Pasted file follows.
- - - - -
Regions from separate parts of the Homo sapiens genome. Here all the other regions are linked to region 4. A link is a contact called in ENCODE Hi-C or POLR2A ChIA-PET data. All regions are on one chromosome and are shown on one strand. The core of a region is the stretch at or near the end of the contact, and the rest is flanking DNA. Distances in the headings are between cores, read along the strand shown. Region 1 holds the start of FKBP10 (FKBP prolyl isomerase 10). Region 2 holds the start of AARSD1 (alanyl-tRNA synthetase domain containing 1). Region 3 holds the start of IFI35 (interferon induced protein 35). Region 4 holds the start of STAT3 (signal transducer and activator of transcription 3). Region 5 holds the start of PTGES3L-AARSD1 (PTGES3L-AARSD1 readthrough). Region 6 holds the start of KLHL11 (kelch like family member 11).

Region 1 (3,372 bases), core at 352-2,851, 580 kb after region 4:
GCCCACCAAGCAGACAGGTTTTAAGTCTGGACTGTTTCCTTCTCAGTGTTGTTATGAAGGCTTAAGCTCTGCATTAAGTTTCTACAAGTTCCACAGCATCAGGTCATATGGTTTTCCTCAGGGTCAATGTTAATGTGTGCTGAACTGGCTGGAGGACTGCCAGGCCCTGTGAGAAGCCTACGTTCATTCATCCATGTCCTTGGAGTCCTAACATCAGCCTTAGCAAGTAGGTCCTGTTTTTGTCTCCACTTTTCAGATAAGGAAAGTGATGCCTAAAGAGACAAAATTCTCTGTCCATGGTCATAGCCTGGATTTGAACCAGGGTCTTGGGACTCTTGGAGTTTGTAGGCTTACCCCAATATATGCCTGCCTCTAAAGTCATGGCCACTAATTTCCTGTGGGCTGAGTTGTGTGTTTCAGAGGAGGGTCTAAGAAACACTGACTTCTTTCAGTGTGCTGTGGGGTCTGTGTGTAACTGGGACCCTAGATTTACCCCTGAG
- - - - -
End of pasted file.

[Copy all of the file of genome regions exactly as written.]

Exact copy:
Regions from separate parts of the Homo sapiens genome. Here all the other regions are linked to region 4. A link is a contact called in ENCODE Hi-C or POLR2A ChIA-PET data. All regions are on one chromosome and are shown on one strand. The core of a region is the stretch at or near the end of the contact, and the rest is flanking DNA. Distances in the headings are between cores, read along the strand shown. Region 1 holds the start of FKBP10 (FKBP prolyl isomerase 10). Region 2 holds the start of AARSD1 (alanyl-tRNA synthetase domain containing 1). Region 3 holds the start of IFI35 (interferon induced protein 35). Region 4 holds the start of STAT3 (signal transducer and activator of transcription 3). Region 5 holds the start of PTGES3L-AARSD1 (PTGES3L-AARSD1 readthrough). Region 6 holds the start of KLHL11 (kelch like family member 11).

Region 1 (3,372 bases), core at 352-2,851, 580 kb after region 4:
GCCCACCAAGCAGACAGGTTTTAAGTCTGGACTGTTTCCTTCTCAGTGTTGTTATGAAGGCTTAAGCTCTGCATTAAGTTTCTACAAGTTCCACAGCATCAGGTCATATGGTTTTCCTCAGGGTCAATGTTAATGTGTGCTGAACTGGCTGGAGGACTGCCAGGCCCTGTGAGAAGCCTACGTTCATTCATCCATGTCCTTGGAGTCCTAACATCAGCCTTAGCAAGTAGGTCCTGTTTTTGTCTCCACTTTTCAGATAAGGAAAGTGATGCCTAAAGAGACAAAATTCTCTGTCCATGGTCATAGCCTGGATTTGAACCAGGGTCTTGGGACTCTTGGAGTTTGTAGGCTTACCCCAATATATGCCTGCCTCTAAAGTCATGGCCACTAATTTCCTGTGGGCTGAGTTGTGTGTTTCAGAGGAGGGTCTAAGAAACACTGACTTCTTTCAGTGTGCTGTGGGGTCTGTGTGTAACTGGGACCCTAGATTTACCCCTGAG